Skip to content

Spin Record Guide: Essential World Music

By: Jon DolanBack in the 1980s, hippies made “worldbeat”–a catchallfor any music from outside America or England–a dirty word. Whichis a shame. From African funk to Asian punk, Cuban rumba toAlgerian disco, global pop is constantly mutating. In a small worldthat’s only getting smaller–and scarier–a little musicalmultilateralism goes a long way.

Various artists
The Indestructible Beat of Soweto
(Shanachie, 1987)

Like reggae or classic hip-hop in spirit, apartheid-era South African mbaqanga was party-rockin’ as political resistance. Its dust-bowl guitars, street beats, gravelly groaning, and ecstatically soulful voices pull revelation from oppression. The mood is buoyant yet bluesy, citified yet down-home, and diamond-mine deep.

Brazil Classics 1: Beleza Tropical
(Luaka Bop/ Warner Bros., 1989)

This David Byrne-compiled set exposed Brazil’s rich avant-pop tradition. Veterans of the politicized (and criminalized) ’60s art-rock movement tropicália-song poet Caetano Veloso, soulman Gilberto Gil, Afro-groove aesthete Jorge Ben, golden-voiced diva Gal Costa-represent with songs so mimosa smoove that it’s hard to believe their creators once helped fire up a youth revolt.

Shoukichi Kina and Champloose
The Music Power from Okinawa
(1977; Globestyle/Shinko, 1991)

Playing a three-stringed banjo made of python skin and fronting a band named for a local stir-fry, Kina was a youth-culture ambassador for his tiny archipelago during its uneasy unification with Japan. How his crew ended up sounding like a girl-group-Stooges-gone-Buddhist is inexplicable, but this debut is one of the giddiest, greatest punk records ever.

Vijaya Anand
Asia Classics 1: The South Indian Film Music of Vijaya Anand: Dance Raja Dance
(Luaka Bop/Warner Bros., 1992)

These Indian film-music classics from mad scientist Vijaya Anand jump-cut from Atari funk to Van Halen guitar-mauling to Punjabi drum circles-all before your popcorn gets cold. It’s the sonic equivalent of a love scene in a burning helicopter flying sideways through a waterfall.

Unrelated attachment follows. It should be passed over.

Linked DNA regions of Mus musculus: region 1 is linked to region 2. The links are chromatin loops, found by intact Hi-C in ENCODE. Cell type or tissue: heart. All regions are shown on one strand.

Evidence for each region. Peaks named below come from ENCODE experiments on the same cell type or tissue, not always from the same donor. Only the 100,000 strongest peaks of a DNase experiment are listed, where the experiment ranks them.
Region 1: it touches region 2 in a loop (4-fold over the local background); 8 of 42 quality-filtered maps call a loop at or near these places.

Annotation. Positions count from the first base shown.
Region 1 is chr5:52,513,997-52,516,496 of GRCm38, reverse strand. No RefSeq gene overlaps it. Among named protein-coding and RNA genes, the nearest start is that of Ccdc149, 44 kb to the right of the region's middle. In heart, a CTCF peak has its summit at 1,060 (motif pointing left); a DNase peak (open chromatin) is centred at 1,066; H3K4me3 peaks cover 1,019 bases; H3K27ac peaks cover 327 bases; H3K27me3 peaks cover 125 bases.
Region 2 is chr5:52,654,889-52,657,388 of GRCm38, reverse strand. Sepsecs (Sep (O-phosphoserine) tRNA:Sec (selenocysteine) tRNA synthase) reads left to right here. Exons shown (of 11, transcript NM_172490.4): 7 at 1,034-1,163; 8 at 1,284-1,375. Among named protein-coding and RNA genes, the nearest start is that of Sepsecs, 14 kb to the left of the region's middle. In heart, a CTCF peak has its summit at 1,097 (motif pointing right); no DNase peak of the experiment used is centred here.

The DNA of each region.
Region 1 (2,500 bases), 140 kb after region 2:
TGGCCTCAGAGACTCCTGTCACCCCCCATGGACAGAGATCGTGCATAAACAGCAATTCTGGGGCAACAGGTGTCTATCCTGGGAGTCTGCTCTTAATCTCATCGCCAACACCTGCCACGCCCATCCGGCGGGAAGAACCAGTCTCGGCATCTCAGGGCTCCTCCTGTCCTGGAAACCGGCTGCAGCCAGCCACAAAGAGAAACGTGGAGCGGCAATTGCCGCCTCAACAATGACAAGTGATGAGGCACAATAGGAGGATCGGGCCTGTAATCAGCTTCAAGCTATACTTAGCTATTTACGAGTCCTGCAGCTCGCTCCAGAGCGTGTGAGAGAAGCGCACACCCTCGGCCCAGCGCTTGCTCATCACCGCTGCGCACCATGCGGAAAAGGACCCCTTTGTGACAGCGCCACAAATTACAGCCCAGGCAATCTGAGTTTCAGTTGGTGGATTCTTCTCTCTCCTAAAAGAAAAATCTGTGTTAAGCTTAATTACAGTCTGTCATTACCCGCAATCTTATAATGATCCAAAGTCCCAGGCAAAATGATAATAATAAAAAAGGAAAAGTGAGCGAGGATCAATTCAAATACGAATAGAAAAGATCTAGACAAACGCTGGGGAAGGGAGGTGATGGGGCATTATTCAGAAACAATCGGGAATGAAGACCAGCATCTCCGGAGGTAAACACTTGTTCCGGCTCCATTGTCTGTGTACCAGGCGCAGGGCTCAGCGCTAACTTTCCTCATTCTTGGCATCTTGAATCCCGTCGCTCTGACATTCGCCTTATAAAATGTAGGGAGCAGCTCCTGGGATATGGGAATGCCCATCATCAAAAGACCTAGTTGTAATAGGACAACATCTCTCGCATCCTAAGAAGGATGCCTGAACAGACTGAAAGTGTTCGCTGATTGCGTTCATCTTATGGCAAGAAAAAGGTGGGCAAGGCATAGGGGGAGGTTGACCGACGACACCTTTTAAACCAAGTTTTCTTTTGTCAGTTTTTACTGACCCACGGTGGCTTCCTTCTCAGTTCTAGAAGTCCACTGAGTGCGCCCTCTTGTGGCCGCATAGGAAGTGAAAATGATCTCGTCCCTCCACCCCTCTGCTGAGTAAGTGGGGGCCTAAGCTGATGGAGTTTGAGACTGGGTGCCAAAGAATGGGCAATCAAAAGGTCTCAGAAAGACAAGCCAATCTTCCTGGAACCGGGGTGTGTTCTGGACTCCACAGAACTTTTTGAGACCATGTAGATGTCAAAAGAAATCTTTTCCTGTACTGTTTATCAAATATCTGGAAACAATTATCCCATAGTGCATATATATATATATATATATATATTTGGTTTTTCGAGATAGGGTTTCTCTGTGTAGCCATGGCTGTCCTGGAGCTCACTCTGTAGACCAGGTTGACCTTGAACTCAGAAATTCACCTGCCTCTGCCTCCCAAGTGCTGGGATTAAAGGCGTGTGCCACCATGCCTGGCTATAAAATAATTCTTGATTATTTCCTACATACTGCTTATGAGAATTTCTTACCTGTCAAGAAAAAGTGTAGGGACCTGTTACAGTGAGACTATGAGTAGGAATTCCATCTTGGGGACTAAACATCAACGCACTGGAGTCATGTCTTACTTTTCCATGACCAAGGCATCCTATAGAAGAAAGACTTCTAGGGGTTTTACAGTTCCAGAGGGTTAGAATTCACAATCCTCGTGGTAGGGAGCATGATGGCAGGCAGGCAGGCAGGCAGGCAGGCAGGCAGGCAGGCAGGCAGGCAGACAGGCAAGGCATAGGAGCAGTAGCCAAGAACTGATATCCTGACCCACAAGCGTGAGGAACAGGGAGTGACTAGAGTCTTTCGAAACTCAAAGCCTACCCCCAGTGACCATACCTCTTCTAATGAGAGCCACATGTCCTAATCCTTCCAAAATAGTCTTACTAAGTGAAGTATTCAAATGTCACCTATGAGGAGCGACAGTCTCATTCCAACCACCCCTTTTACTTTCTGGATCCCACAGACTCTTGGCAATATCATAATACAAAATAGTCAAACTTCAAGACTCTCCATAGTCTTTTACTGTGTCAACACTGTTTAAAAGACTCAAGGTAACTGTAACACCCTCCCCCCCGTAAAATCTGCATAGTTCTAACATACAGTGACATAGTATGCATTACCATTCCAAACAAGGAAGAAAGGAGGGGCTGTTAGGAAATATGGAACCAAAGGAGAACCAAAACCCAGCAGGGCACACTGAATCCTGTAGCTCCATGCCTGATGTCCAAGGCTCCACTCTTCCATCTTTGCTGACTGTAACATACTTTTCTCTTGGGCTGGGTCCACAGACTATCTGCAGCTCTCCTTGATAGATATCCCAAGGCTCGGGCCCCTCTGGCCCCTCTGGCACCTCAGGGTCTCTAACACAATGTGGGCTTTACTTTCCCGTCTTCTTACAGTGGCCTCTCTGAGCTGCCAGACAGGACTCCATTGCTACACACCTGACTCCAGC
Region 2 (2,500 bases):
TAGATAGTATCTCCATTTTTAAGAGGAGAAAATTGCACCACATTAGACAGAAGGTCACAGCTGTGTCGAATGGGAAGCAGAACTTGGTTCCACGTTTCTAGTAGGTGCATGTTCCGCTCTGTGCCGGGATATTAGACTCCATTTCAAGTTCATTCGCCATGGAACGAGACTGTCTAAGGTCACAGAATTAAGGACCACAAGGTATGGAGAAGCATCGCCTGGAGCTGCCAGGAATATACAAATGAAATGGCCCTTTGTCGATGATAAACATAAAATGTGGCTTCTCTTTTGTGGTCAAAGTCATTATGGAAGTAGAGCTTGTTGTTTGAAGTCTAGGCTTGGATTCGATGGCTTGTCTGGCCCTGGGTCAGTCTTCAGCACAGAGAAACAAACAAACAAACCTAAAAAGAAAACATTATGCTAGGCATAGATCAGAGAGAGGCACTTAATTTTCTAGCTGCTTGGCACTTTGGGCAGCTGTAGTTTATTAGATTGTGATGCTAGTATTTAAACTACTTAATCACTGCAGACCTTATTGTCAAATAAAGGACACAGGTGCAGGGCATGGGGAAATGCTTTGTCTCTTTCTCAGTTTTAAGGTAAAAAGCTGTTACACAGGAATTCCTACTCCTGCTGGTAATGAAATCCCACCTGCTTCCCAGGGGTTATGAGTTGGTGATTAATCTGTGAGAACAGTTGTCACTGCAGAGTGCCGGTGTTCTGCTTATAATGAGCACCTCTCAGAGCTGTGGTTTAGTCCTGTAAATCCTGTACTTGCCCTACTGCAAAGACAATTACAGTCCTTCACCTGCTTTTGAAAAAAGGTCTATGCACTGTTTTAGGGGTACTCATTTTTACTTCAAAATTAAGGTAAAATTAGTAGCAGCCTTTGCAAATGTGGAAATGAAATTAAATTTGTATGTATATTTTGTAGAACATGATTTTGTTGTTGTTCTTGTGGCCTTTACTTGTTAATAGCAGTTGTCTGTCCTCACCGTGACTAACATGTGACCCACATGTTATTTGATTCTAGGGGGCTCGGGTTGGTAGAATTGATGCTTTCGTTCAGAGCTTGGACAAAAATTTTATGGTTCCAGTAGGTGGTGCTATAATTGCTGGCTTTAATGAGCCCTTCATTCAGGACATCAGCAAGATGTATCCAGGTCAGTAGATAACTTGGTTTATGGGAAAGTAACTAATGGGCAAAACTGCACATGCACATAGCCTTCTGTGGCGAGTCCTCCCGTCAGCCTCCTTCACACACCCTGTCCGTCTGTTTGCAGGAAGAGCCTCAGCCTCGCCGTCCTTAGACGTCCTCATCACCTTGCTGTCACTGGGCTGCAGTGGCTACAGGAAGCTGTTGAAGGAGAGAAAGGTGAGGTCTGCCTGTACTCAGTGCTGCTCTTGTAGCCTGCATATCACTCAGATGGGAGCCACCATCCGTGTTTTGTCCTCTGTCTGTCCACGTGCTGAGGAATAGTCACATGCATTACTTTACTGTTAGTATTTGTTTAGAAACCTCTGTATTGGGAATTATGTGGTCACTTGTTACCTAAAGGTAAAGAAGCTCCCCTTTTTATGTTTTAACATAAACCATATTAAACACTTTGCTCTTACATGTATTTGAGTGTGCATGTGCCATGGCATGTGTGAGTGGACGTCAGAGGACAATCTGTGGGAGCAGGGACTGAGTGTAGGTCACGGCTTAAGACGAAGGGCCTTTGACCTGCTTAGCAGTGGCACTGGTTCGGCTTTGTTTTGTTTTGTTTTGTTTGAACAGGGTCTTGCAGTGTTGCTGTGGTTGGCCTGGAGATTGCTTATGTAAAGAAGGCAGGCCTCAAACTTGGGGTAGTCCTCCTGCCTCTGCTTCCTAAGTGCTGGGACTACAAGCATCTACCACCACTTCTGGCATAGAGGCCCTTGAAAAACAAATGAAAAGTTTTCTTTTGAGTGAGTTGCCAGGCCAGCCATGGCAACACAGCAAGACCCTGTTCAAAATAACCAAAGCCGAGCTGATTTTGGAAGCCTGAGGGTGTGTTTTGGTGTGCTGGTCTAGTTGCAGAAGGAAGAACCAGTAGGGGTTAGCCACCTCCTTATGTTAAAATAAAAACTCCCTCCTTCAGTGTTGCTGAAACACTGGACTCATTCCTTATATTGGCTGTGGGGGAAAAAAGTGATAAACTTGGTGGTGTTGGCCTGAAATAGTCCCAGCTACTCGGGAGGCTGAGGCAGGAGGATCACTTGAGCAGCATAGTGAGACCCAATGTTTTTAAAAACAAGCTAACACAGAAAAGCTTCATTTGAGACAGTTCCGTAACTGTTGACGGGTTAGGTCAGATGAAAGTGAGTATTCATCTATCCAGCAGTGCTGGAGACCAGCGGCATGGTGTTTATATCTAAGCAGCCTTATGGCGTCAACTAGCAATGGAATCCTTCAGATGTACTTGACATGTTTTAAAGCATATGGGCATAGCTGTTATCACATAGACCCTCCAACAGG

Legend precedes the Nigerian originator of Afrobeat-his two dozen wives, the military attacks on his compound, the Louisville Slugger-size spliffs he smoked onstage. Oh yeah, and he reinvented funk. Kuti shook some loose booty out of James Brown’s hot pants, giving the Godfather of Soul a Yoruban flow and Black Nationalist rhetoric a Mother Africa homecoming.

Orlando “Cachaito” Lopez
(Nonesuch, 2001)

Ry Cooder’s foreign-exchange program-the Buena Vista Social Club-fomented a Cuban-culture boom like nothing since Hyman Roth was pricing condos in Havana. This left-field gem, from a 70-year-old bassist, revives Batista-era ballroom jive and takes three generations of Afro-Cuban elegance for a hip-hop slide down those old parquet floors. Also Try: Cuba I Am Time, an indispensable four-CD retrospective of Cuban music.

Manu Chao
Proxima Estación: Esperanza
(Virgin, 2001)

An anarchist electro-busker packing a six-string and a lifetime Youth Hostel card, this quadrilingual slacker represents like Bob Marley for the anti-WTO posse. On his second album, he channel-surfs from folk to techno to punk to ska. Searching for hope in yesterday’s charred dreams, he sings his “merry blues” so maybe one day his kids won’t have to.

Nusrat Fateh Ali Khan
The Rough Guide
(World Music Network, 2002)

The late, great Khan was the massively popular-and just plain massive- Pakistani king of qawwali (Islamic devotional trance singing). Eddie Vedder dueted with him, Jeff Buckley worshiped him, and this compilation’s short (i.e., ten-minute) performances and rare crossover attempts will bridge any cultural divide.

The Rough Guide to Paris Café Music
(World Music Network, 2002)

A visit to the 1930s Rue de Lappe without the risk of catching the clap from a rundown Russian countess. This bal musette-smoky accordion swing that can sound like Italian ballads or Cajun boogies-glows with an old-timey charm that could turn even a hardened unilateralist into a baguette-scarfing, Pernod-sipping Francophile.

Tea in Marrakech
(Stern’s/Earthworks, 2001)

Pop from North Africa that dances along an impossible divide-the (literally) death-defying gulf separating pop-hating fundamentalist Islam and the pop-loving wider world. Male and female (!) singers from Spain and France, Cairo and Algeria, slink Arab melodies through gloriously cheesy, Euro-Arabic synth grooves, getting sloshed and sloppy on Allah’s own dance floor.